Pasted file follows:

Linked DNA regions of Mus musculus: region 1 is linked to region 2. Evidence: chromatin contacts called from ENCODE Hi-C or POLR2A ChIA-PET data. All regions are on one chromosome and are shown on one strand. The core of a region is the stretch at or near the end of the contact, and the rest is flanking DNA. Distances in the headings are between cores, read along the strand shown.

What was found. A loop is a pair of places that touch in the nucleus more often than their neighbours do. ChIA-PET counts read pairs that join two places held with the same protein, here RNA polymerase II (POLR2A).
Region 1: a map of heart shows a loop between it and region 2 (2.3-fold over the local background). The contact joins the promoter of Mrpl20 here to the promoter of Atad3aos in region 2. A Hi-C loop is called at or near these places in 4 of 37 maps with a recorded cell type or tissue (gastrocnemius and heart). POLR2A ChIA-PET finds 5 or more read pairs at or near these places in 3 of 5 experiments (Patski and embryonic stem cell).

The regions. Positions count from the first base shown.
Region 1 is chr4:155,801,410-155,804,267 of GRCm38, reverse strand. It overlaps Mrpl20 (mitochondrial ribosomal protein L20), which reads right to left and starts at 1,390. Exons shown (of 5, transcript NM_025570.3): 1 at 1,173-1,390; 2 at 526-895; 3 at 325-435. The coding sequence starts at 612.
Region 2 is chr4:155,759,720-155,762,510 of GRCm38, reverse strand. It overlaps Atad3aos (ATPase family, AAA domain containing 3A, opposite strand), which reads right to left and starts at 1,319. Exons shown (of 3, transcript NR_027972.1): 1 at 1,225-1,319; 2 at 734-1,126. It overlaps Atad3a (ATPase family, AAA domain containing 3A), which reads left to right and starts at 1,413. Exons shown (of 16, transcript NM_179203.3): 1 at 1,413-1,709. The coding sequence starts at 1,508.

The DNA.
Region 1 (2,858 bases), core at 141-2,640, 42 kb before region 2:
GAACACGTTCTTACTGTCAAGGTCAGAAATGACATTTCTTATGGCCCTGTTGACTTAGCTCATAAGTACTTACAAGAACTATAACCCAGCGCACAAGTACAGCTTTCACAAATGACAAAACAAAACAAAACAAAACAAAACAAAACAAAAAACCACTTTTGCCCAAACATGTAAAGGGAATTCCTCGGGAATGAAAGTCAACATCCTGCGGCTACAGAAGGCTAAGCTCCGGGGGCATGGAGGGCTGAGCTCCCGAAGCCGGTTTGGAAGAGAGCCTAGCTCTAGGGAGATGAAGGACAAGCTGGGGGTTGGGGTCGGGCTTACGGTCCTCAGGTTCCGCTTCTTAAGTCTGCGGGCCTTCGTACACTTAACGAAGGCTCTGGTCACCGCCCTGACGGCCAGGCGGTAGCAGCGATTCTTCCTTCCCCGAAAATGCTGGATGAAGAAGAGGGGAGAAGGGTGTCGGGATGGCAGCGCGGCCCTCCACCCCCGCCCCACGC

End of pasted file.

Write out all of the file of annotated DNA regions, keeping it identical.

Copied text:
Linked DNA regions of Mus musculus: region 1 is linked to region 2. Evidence: chromatin contacts called from ENCODE Hi-C or POLR2A ChIA-PET data. All regions are on one chromosome and are shown on one strand. The core of a region is the stretch at or near the end of the contact, and the rest is flanking DNA. Distances in the headings are between cores, read along the strand shown.

What was found. A loop is a pair of places that touch in the nucleus more often than their neighbours do. ChIA-PET counts read pairs that join two places held with the same protein, here RNA polymerase II (POLR2A).
Region 1: a map of heart shows a loop between it and region 2 (2.3-fold over the local background). The contact joins the promoter of Mrpl20 here to the promoter of Atad3aos in region 2. A Hi-C loop is called at or near these places in 4 of 37 maps with a recorded cell type or tissue (gastrocnemius and heart). POLR2A ChIA-PET finds 5 or more read pairs at or near these places in 3 of 5 experiments (Patski and embryonic stem cell).

The regions. Positions count from the first base shown.
Region 1 is chr4:155,801,410-155,804,267 of GRCm38, reverse strand. It overlaps Mrpl20 (mitochondrial ribosomal protein L20), which reads right to left and starts at 1,390. Exons shown (of 5, transcript NM_025570.3): 1 at 1,173-1,390; 2 at 526-895; 3 at 325-435. The coding sequence starts at 612.
Region 2 is chr4:155,759,720-155,762,510 of GRCm38, reverse strand. It overlaps Atad3aos (ATPase family, AAA domain containing 3A, opposite strand), which reads right to left and starts at 1,319. Exons shown (of 3, transcript NR_027972.1): 1 at 1,225-1,319; 2 at 734-1,126. It overlaps Atad3a (ATPase family, AAA domain containing 3A), which reads left to right and starts at 1,413. Exons shown (of 16, transcript NM_179203.3): 1 at 1,413-1,709. The coding sequence starts at 1,508.

The DNA.
Region 1 (2,858 bases), core at 141-2,640, 42 kb before region 2:
GAACACGTTCTTACTGTCAAGGTCAGAAATGACATTTCTTATGGCCCTGTTGACTTAGCTCATAAGTACTTACAAGAACTATAACCCAGCGCACAAGTACAGCTTTCACAAATGACAAAACAAAACAAAACAAAACAAAACAAAACAAAAAACCACTTTTGCCCAAACATGTAAAGGGAATTCCTCGGGAATGAAAGTCAACATCCTGCGGCTACAGAAGGCTAAGCTCCGGGGGCATGGAGGGCTGAGCTCCCGAAGCCGGTTTGGAAGAGAGCCTAGCTCTAGGGAGATGAAGGACAAGCTGGGGGTTGGGGTCGGGCTTACGGTCCTCAGGTTCCGCTTCTTAAGTCTGCGGGCCTTCGTACACTTAACGAAGGCTCTGGTCACCGCCCTGACGGCCAGGCGGTAGCAGCGATTCTTCCTTCCCCGAAAATGCTGGATGAAGAAGAGGGGAGAAGGGTGTCGGGATGGCAGCGCGGCCCTCCACCCCCGCCCCACGC